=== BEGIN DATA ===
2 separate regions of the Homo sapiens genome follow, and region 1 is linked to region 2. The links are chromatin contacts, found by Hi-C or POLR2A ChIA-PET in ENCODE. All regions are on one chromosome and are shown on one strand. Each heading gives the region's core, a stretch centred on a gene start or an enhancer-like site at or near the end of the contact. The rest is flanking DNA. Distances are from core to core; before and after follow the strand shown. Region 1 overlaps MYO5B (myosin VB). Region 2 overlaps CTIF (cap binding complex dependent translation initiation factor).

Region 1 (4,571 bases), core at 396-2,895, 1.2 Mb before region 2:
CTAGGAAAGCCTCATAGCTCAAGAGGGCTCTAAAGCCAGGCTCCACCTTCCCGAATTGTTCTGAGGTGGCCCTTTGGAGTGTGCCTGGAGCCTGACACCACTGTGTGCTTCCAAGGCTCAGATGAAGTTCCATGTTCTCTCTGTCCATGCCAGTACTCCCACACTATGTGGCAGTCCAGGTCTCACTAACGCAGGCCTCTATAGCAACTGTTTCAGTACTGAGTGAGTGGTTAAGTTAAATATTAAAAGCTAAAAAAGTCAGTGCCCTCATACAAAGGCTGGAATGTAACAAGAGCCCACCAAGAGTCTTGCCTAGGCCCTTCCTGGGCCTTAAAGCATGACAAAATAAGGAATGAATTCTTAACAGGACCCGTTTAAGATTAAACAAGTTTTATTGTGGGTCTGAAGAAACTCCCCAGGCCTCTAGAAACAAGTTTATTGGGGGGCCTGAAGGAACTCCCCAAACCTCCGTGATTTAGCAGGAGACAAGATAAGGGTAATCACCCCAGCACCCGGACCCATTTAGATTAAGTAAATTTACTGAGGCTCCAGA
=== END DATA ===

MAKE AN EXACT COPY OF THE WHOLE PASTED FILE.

2 separate regions of the Homo sapiens genome follow, and region 1 is linked to region 2. The links are chromatin contacts, found by Hi-C or POLR2A ChIA-PET in ENCODE. All regions are on one chromosome and are shown on one strand. Each heading gives the region's core, a stretch centred on a gene start or an enhancer-like site at or near the end of the contact. The rest is flanking DNA. Distances are from core to core; before and after follow the strand shown. Region 1 overlaps MYO5B (myosin VB). Region 2 overlaps CTIF (cap binding complex dependent translation initiation factor).

Region 1 (4,571 bases), core at 396-2,895, 1.2 Mb before region 2:
CTAGGAAAGCCTCATAGCTCAAGAGGGCTCTAAAGCCAGGCTCCACCTTCCCGAATTGTTCTGAGGTGGCCCTTTGGAGTGTGCCTGGAGCCTGACACCACTGTGTGCTTCCAAGGCTCAGATGAAGTTCCATGTTCTCTCTGTCCATGCCAGTACTCCCACACTATGTGGCAGTCCAGGTCTCACTAACGCAGGCCTCTATAGCAACTGTTTCAGTACTGAGTGAGTGGTTAAGTTAAATATTAAAAGCTAAAAAAGTCAGTGCCCTCATACAAAGGCTGGAATGTAACAAGAGCCCACCAAGAGTCTTGCCTAGGCCCTTCCTGGGCCTTAAAGCATGACAAAATAAGGAATGAATTCTTAACAGGACCCGTTTAAGATTAAACAAGTTTTATTGTGGGTCTGAAGAAACTCCCCAGGCCTCTAGAAACAAGTTTATTGGGGGGCCTGAAGGAACTCCCCAAACCTCCGTGATTTAGCAGGAGACAAGATAAGGGTAATCACCCCAGCACCCGGACCCATTTAGATTAAGTAAATTTACTGAGGCTCCAGA